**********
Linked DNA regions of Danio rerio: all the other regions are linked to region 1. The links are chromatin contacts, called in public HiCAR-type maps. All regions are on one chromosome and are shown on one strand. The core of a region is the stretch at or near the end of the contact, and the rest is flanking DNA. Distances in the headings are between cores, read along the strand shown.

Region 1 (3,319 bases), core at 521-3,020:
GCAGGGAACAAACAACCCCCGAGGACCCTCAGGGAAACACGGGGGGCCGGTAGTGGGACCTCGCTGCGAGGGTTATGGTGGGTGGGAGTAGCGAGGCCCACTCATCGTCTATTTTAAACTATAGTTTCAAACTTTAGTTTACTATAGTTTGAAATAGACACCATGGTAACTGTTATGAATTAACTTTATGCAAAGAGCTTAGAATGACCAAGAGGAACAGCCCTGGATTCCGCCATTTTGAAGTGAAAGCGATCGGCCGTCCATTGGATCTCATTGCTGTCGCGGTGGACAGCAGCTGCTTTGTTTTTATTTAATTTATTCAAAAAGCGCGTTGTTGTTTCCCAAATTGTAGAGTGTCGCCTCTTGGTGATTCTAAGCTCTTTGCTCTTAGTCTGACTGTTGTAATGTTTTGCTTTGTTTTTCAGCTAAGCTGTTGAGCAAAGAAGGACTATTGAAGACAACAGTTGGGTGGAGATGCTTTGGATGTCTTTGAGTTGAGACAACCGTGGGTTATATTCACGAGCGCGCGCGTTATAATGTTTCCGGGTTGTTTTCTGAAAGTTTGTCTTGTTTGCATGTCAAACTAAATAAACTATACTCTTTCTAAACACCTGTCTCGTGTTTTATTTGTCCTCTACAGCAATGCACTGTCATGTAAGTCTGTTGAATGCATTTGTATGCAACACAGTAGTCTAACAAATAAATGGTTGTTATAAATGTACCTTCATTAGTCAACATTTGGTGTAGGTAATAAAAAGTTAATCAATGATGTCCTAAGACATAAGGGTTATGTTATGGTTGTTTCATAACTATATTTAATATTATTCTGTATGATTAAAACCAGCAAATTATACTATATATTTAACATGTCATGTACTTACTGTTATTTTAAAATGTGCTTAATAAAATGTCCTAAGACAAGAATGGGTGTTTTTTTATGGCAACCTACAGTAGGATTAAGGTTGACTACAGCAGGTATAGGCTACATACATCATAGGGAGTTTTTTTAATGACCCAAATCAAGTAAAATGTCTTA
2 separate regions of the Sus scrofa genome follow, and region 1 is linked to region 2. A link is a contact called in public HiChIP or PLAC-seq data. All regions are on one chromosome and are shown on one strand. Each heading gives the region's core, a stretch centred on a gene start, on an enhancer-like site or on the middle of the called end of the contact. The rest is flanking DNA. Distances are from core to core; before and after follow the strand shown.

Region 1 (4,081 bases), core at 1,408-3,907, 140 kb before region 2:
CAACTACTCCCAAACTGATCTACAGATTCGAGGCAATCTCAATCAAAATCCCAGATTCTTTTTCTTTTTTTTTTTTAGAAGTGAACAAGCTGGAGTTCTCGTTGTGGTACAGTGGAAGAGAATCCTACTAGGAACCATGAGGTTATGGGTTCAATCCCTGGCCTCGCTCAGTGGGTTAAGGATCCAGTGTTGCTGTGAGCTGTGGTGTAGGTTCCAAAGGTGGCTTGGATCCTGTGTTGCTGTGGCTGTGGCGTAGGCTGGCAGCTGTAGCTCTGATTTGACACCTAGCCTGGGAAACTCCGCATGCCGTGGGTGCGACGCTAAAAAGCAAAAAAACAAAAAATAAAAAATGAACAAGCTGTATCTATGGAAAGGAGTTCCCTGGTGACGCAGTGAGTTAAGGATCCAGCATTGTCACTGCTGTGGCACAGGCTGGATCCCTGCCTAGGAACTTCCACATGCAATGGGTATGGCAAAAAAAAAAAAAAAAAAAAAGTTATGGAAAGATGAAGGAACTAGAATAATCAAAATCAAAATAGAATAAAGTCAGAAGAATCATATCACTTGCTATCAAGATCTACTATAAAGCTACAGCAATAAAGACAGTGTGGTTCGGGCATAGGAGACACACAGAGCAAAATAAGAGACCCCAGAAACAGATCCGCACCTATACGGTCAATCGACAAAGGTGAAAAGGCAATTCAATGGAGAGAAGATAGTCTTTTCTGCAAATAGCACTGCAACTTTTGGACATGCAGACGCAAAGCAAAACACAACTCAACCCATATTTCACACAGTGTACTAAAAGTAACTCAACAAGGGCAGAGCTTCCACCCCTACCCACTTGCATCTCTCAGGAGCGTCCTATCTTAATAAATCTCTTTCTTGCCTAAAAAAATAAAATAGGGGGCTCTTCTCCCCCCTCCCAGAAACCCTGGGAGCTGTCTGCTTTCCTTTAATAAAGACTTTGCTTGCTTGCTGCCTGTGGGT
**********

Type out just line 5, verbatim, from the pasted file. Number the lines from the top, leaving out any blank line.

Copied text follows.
Region 1 (4,081 bases), core at 1,408-3,907, 140 kb before region 2: